Colorado Rockies Suffer A Loss Off The Field Regarding Darryl Hamilton


Very tough, heartbreaking news to swallow this morning regarding former Colorado Rockies outfielder Darryl Hamilton. According to ABC13, the Pearland police department indeed confirmed the death of Hamiton in what appeared to be a murder-suicide.

Here’s more from the story:

"Police were called at around 4:45pm by a third party to a home in the 11500 block of Island Breeze in the Shadow Creek Ranch subdivision. The call was about a disturbance inside.Once officers entered the home, they found Hamilton, 50, dead near the entrance and Monica Jordan, 44, dead in another area of the home. The couple’s 14-month-old was in the home at the time but the toddler was unhurt. The child was turned over to Child Protective Services."

Hamilton began his 13-year Major League career with the Milwaukee Brewers back in 1988 as a 23-year old, drafted in the 11th round of the free-agent draft.  He spent seven years with the Brewers, followed by three with the New York Mets before ending up at 20th and Blake. Hamilton was a great player for the Rockies and the numbers back him up.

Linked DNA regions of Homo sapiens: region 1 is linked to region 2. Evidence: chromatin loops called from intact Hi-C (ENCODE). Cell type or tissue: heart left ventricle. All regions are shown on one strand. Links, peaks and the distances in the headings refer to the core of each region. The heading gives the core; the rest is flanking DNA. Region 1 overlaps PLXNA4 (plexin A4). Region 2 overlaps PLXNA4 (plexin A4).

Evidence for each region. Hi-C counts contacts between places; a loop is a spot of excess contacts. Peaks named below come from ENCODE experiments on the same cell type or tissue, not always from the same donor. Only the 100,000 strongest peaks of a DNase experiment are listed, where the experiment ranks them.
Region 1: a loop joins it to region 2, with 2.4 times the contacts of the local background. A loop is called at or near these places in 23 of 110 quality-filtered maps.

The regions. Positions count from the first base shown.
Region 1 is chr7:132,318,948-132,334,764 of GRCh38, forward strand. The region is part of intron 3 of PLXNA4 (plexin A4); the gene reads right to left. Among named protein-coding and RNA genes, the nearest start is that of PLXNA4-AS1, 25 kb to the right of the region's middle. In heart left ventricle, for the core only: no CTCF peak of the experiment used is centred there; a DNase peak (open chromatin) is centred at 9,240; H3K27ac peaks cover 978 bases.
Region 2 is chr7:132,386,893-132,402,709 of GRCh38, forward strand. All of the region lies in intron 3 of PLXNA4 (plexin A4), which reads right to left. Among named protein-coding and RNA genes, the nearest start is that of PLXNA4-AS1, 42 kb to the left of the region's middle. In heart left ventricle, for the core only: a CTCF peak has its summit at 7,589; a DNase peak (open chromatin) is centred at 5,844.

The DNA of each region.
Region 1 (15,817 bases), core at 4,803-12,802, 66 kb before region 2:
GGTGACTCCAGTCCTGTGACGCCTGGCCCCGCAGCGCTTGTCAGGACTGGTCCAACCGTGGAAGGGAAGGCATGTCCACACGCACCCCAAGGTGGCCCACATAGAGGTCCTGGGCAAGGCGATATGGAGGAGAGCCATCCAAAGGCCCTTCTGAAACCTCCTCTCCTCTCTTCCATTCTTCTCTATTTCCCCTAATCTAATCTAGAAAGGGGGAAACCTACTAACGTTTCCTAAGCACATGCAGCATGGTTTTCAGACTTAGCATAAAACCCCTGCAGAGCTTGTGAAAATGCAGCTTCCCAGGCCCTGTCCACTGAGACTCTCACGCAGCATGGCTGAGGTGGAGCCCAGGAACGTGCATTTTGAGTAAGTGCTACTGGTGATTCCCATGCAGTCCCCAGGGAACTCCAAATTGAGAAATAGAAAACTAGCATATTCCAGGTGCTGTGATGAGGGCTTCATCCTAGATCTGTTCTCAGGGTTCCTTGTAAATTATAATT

If you remember correctly, the Colorado Rockies acquired Hamilton at the trade deadline on July 31, 1998. Colorado shipped out Ellis Burks in exchange for Jim Stoops, Darryl Hamilton and a player to be named later, which ended up being Jason Brester.

In his brief stint with the Colorado Rockies, Hamilton slashed at a line of .315/.386/.418 with 20 doubles, four triples, nine home runs and 49 RBI’s. Needless to say, Hamilton was an all-around solid player for the Rockies in the late 90’s. Not to mention, the guy struck out just 39 times during the 1999 season.

Photo via Darryl Hamilton Twitter Account.

After being acquired by Colorado at the deadline in 98′, Hamilton had a ridiculous month of September. The speedy outfielder slashed at a line of .385/.462/.527 with four doubles, three home runs, 12 walks and 15 RBI’s. Hamilton punched out just 10 times in 91 at-bats.

Hamilton retired with the Mets after the 2001 campaign, finding himself a gig at MLB Radio. Hamilton then left MLB Radio, catching on as a color analyst for a couple of Los Angeles Angels games. Since 2013, Hamilton was a mainstay on MLB Network, serving as an on-air analyst and did a very good job at it if you will.

Needless to say, the news surrounding Darryl Hamilton is tough to digest and hard to process. My thoughts and prayers are with his family and friends during this difficult time. We here at Rox Pile will keep you posted on the latest details regarding the case.